Higher Education Marketing

Facebook’s Groups for Schools

March 30, 2012


There are more changes on the way at Facebook. After having rolled out timeline, which includes milestones and a new cover photo, among other things, the social media giant is not testing a new feature that is directly related to higher education: Groups for Schools.

Facebook

This new feature will let colleges and universities create a separate and specific community limited solely to people with active school email addresses. Essentially, it limits the network to students and faculty, allowing them to create or join specialized groups within the site for specific classes, clubs and more. These subgroups are listed in an open group directory, which lets members browse and find groups relevant to their interests and needs. For a school, the potential advantages to this type of feature are huge, providing students and faculty a much more focused place to converge, discuss and meet new people (imagine being able to sign in to Facebook to discuss today’s English Lit final with that cute blonde).

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Optimizing Your College’s Press Releases

March 29, 2012


As we discussed in our post on using PR for SEO, press releases can be something of a hidden weapon in your college marketing department’s SEO arsenal. If used properly, SEO press releases can:

  • Provide backlinks from credible sites – increasing the rank of your program pages for relevant keywords
  • Boost your college’s online presence by increasing visibility on search engines and Google and Yahoo News
  • Provide thousands of headline impressions on RSS feeds (from blogs, relevant websites, news outlets, etc.)
  • Generate potential media coverage for your college

To get these benefits, you have to make sure your press release follows both PR and SEO best practices.

Here are some tips on optimizing your press releases:

Be News-y
This probably sounds silly, but it needs emphasizing: your press release has to have a news-y angle to it. Before you start panicking, however, take a moment to think about how much “news” a career college or university generates over the course of the year. From open houses, seminars, workshops to new programs, courses and faculty, there are countless PR opportunities. Make sure you take advantage of them.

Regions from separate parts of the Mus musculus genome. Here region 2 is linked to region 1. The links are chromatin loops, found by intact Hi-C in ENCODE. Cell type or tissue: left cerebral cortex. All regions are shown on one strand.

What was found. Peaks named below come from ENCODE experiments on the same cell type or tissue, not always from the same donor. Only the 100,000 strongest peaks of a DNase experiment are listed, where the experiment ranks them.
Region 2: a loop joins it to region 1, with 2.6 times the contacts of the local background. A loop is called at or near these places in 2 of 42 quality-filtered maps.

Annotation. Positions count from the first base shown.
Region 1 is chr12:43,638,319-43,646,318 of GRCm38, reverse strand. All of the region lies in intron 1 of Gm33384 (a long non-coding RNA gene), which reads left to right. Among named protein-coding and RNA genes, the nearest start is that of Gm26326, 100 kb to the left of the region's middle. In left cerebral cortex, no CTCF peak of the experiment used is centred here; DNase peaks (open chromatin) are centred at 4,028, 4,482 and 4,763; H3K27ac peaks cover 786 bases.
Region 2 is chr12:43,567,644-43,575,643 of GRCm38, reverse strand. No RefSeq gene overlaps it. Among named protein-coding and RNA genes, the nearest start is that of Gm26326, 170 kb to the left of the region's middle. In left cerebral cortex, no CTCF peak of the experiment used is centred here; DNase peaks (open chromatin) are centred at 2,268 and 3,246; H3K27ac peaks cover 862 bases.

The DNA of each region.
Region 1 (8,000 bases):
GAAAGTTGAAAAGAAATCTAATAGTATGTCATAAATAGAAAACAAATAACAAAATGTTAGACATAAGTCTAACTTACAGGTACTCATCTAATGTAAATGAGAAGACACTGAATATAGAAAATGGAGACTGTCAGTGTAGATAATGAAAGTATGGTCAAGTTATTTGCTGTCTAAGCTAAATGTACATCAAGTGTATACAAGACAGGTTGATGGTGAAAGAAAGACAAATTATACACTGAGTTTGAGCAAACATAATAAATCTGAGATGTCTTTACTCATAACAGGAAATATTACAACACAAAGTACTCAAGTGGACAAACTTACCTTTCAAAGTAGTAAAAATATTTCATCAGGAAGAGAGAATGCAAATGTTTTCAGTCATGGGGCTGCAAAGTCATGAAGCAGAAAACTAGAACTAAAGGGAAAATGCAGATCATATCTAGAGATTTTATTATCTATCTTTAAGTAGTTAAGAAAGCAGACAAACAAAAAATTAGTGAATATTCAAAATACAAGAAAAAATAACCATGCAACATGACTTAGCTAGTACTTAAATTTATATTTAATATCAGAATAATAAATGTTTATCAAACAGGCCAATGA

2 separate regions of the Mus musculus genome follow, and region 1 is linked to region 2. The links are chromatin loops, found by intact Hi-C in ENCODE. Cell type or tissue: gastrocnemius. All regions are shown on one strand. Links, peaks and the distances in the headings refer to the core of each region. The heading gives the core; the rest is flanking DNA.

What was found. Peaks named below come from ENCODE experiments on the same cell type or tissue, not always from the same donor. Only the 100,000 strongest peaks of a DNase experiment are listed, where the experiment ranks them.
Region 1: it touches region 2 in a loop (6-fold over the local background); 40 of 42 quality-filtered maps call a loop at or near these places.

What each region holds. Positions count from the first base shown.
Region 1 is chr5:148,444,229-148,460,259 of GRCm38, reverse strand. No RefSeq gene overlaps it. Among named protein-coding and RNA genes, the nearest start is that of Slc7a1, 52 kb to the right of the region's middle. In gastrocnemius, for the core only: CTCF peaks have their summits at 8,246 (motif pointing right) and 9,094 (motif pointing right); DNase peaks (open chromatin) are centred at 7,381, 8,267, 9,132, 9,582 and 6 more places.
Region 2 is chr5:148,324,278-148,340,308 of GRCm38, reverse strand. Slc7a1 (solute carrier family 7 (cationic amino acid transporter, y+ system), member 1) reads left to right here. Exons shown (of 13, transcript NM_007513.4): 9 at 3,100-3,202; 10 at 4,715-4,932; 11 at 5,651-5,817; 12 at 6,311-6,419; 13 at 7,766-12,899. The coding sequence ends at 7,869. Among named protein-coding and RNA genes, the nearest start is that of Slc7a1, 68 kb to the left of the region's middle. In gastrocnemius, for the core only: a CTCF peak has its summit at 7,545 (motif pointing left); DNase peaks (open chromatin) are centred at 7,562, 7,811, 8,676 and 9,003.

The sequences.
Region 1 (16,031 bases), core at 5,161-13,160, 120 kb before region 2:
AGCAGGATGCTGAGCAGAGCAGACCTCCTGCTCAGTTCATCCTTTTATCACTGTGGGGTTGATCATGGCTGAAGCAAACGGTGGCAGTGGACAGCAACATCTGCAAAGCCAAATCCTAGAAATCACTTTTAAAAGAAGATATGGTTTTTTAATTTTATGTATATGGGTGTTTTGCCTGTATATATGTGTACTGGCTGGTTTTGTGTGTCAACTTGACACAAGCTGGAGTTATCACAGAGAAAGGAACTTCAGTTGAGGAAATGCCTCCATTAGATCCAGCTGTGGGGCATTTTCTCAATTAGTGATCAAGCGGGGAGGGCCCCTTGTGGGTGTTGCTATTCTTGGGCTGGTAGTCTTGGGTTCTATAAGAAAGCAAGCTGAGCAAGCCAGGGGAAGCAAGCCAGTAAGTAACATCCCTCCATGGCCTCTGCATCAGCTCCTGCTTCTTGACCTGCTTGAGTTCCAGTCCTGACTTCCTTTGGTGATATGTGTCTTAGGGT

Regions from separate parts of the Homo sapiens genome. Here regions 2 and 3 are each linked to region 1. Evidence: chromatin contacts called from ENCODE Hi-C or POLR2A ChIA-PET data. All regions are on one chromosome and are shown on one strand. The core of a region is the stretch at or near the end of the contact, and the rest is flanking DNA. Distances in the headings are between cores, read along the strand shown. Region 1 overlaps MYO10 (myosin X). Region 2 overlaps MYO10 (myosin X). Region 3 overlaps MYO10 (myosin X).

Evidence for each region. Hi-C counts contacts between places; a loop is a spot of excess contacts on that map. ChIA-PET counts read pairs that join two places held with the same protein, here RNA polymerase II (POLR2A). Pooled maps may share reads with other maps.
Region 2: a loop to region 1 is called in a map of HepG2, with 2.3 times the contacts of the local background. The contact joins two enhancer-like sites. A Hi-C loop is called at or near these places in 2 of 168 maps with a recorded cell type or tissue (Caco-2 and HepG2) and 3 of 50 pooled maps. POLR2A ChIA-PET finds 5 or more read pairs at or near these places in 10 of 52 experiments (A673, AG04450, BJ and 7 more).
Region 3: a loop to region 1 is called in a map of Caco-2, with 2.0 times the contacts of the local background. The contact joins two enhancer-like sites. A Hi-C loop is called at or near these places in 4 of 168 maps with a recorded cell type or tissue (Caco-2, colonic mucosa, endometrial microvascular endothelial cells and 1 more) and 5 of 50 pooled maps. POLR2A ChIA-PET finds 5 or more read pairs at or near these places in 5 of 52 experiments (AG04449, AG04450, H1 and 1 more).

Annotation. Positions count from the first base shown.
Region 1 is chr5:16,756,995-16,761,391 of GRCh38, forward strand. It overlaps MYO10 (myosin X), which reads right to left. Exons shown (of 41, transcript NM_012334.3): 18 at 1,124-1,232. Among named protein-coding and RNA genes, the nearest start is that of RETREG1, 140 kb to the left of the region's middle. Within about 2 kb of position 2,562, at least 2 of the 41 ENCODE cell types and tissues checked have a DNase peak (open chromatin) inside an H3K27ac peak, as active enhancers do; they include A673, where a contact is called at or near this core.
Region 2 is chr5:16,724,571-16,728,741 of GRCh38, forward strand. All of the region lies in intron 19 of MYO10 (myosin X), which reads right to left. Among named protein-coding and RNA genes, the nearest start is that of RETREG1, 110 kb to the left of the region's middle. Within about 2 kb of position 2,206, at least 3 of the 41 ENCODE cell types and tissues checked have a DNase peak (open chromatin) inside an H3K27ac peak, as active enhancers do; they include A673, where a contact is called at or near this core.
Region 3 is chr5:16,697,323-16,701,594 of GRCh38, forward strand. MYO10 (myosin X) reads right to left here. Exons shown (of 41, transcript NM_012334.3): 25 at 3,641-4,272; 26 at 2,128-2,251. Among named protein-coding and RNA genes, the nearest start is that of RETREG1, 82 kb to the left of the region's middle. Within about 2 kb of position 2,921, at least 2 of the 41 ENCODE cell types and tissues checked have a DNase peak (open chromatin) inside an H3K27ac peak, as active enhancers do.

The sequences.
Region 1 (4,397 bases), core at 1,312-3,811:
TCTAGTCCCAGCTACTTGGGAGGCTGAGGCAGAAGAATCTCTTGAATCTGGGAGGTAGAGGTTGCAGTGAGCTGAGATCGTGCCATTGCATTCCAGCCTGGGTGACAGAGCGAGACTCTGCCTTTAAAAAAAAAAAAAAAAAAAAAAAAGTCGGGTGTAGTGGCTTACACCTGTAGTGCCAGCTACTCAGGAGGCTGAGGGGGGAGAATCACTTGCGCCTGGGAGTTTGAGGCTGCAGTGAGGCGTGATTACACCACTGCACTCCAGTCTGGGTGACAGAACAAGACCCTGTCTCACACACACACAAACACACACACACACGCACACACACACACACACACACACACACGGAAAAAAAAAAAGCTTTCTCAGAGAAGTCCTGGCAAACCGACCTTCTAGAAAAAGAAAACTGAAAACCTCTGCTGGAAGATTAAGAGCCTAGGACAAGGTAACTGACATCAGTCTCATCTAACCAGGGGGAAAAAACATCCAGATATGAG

Follow Typical PR Formatting
Press releases generally follow the same format, involving: a title, summary (usually in the form of a 1-2 line sub-headline), body, a paragraph or two about the college or university, and then the contact information. Don’t try to re-invent the wheel. Follow the standard format.

Titles and summaries should be keyword rich, and the body should include 1-2 quotes and be roughly 300 words in length. The “about us” paragraph, meanwhile, should be a sort of “elevator pitch” about your college.

Here is a typical PR template (which you can download online) that provides a visual cue to what we’ve just outlined:

PR Template

 

 

 

 

 

 

 

 

 

Click here for more tips on press release formatting.

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It’s a Snap – One Aussie University’s Bloody Viral Ad

March 28, 2012


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Google Analytics (Quietly) Adds Email Scheduling and PDF Reports

March 26, 2012


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Google Analytics Releases New Social Reports

March 20, 2012


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AppStar: University of Toronto Scarborough’s App Contest


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Google to Level the SEO “Playing Ground”?

March 19, 2012


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How Higher Education Helps the Economy

March 16, 2012


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SEO Checklist for 2012

March 15, 2012


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Yahoo Sues Facebook

March 14, 2012


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